Life came to a standstill for a couple of days in Baghdad. Banks did not transfer money, people did not go to work, and worst of all: no mobile phone networks were available. Not just for an hour or a part of the day, for two whole days, for fear of terrorism.
So fears of terrorism deprive citizens of Iraq of their most essential rights. The Arab League meeting was to blame for this. Arab heads of state and presidents came to Baghdad to meet in the Green Zone. A hundred helicopters were in the air to monitor their safety, thousands of troops were on full alert. Part of the town was put under a curfew. And on top of that mobile telephone networks were cut. The move is part of a security plan approved by the Office of the Commander General of the armed forces.
In Iraq we are used to not being able to use our mobiles at times. When an American military convoy used to pass you on the road, the mobile phone would go dead. When you pass certain government or military buildings in Baghdad, the same happens. We put up with it, understanding the security reasons behind it.
But now the circus of the Arab League came to town.You'd expect extra security, because Baghdad wanted to show the world how safe a place it really is - while the whole world still sees on the TV networks the deadly explosions that target random Baghdadi's. You'd expect that some mobile phone traffic will be cut, at some times. You'd even expect your phone to be tapped to make sure any plans for attacks can be foiled.
But in stead, no phone coverage at all. Just imagine. Little Ahmed falls down the stairs and needs to be taken to hospital. Who to contact, and how? Pregnant Fatima has started her labour, who to contact and how to make sure she gets help in time? And another, almost daily occurrence: a bomb explodes in your street. You can see the dead and injured, and want to contact the police and get ambulances to take care of the wounded. How?
Because of all the violence, Iraqi's are addicted to their mobile phones. 'Did you get to school/home/your friend safely?' is one of the questions you may hear frequently. 'No problems at the checkpoint?' or 'What is taking you so long?' People need to check on each other to make sure nothing has happened. And especially when they hear about an attack, they will grab the phone and inform about the well being of their beloved ones.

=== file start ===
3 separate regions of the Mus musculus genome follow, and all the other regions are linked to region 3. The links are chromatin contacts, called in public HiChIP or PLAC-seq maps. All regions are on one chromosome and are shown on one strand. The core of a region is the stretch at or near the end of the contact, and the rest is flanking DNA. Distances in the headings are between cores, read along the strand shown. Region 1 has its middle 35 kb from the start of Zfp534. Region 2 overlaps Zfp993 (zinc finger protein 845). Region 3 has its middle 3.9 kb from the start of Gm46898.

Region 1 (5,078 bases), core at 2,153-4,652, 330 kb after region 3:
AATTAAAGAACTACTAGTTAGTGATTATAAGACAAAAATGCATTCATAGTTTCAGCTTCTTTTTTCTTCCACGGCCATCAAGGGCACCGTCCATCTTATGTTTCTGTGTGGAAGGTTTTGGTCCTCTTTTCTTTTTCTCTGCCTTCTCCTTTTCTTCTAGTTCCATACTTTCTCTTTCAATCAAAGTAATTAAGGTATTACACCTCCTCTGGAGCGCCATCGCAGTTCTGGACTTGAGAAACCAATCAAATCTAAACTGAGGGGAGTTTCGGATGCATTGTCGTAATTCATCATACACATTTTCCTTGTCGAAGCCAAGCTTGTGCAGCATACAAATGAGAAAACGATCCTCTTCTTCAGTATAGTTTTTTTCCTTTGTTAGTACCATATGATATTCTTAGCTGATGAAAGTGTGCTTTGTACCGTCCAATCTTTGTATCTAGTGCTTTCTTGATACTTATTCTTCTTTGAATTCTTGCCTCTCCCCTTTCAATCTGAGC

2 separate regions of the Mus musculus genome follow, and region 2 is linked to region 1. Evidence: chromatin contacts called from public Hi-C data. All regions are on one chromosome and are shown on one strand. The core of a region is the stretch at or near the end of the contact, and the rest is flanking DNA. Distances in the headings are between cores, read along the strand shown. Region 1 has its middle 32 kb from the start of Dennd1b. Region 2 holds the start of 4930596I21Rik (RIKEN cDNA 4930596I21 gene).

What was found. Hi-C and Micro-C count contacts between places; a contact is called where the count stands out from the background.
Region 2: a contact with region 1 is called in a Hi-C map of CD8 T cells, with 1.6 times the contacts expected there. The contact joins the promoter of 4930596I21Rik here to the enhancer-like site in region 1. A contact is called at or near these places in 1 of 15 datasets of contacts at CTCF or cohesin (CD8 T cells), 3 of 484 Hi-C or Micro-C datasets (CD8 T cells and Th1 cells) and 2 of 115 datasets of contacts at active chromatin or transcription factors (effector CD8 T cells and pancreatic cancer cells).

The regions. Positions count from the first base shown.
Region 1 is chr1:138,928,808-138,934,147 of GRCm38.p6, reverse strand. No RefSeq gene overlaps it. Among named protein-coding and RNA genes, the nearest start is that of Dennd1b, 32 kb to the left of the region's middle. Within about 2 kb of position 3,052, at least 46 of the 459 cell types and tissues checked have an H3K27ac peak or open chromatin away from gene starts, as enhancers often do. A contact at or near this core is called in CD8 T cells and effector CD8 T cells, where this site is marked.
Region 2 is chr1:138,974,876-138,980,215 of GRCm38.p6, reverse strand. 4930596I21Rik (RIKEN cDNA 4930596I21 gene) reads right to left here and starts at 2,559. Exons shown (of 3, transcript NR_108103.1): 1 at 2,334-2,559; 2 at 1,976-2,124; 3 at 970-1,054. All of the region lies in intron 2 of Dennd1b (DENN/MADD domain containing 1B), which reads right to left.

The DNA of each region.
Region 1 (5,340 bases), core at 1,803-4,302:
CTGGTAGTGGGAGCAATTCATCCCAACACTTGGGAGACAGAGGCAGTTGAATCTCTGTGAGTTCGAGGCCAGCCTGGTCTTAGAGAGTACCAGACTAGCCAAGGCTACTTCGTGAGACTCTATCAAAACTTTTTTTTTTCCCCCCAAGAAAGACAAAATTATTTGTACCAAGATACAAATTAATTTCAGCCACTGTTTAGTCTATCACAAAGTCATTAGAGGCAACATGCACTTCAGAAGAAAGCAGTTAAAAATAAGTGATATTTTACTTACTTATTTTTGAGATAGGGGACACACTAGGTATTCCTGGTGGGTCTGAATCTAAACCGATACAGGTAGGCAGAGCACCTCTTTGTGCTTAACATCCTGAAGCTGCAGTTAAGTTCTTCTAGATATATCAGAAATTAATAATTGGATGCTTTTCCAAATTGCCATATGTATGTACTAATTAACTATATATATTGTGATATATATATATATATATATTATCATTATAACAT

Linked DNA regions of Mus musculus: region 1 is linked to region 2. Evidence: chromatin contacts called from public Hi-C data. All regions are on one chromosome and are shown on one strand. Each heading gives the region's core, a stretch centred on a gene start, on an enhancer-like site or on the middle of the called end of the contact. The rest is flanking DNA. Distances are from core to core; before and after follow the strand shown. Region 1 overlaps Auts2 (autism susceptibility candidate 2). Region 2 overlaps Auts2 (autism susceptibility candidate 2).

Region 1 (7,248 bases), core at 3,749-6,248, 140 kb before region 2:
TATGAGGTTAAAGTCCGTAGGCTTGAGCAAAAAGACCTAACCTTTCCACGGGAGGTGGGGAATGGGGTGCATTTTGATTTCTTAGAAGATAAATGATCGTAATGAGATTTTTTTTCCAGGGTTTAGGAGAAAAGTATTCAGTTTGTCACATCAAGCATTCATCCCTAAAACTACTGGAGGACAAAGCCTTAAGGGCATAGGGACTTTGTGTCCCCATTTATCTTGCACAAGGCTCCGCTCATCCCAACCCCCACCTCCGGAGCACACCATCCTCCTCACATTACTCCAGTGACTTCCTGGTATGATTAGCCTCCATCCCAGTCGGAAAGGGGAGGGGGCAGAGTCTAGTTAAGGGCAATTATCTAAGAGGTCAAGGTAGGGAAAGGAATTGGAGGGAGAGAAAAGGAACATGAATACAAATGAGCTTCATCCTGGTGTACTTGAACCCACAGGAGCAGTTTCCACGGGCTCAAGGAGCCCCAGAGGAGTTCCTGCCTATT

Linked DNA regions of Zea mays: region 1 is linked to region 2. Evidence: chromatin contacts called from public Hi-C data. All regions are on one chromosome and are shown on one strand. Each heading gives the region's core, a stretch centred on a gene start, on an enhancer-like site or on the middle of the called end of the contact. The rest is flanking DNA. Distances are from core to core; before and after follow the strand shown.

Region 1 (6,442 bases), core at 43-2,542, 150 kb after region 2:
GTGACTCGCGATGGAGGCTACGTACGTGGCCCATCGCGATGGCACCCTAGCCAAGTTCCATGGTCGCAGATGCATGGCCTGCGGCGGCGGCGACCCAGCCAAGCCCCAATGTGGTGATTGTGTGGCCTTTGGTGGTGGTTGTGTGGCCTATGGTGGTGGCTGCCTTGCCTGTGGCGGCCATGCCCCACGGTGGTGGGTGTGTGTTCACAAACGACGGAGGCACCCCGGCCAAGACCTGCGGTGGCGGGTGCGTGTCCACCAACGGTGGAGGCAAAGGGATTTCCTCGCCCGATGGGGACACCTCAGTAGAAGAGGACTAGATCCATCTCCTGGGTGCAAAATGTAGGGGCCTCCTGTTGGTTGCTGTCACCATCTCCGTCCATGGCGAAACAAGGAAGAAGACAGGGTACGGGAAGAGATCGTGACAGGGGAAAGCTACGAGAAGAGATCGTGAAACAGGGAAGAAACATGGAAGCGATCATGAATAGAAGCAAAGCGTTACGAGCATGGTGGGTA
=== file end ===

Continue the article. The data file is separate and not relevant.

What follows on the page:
Let's not even calculate the cost of all the bank traffic that was not possible because of the networks being cut, or the business transactions that could not be finalized for the same reason. And let us forget about the increase of the prices of food because of the summit and the curfews (tomatoes tripled to 6000 dinar per kilo). Let's just stay with the fact that politicians in power in Iraq feel that their foreign guests are more important than the people who put them in charge by voting for them in the first place.
Just listen to Prime Minister Al Maliki's speech after the Arab summit. ,,The government is serious in moving towards building projects for the rehabilitation of infrastructure and providing necessary services for citizens'', he said. But not during visits of foreign heads of state, who's safety goes far beyond the well being of the citizens in Baghdad. And worst of all: all those measures did not even keep terrorists from staging bomb attacks. It might even have made it even more interesting for them to show that they were still capable to...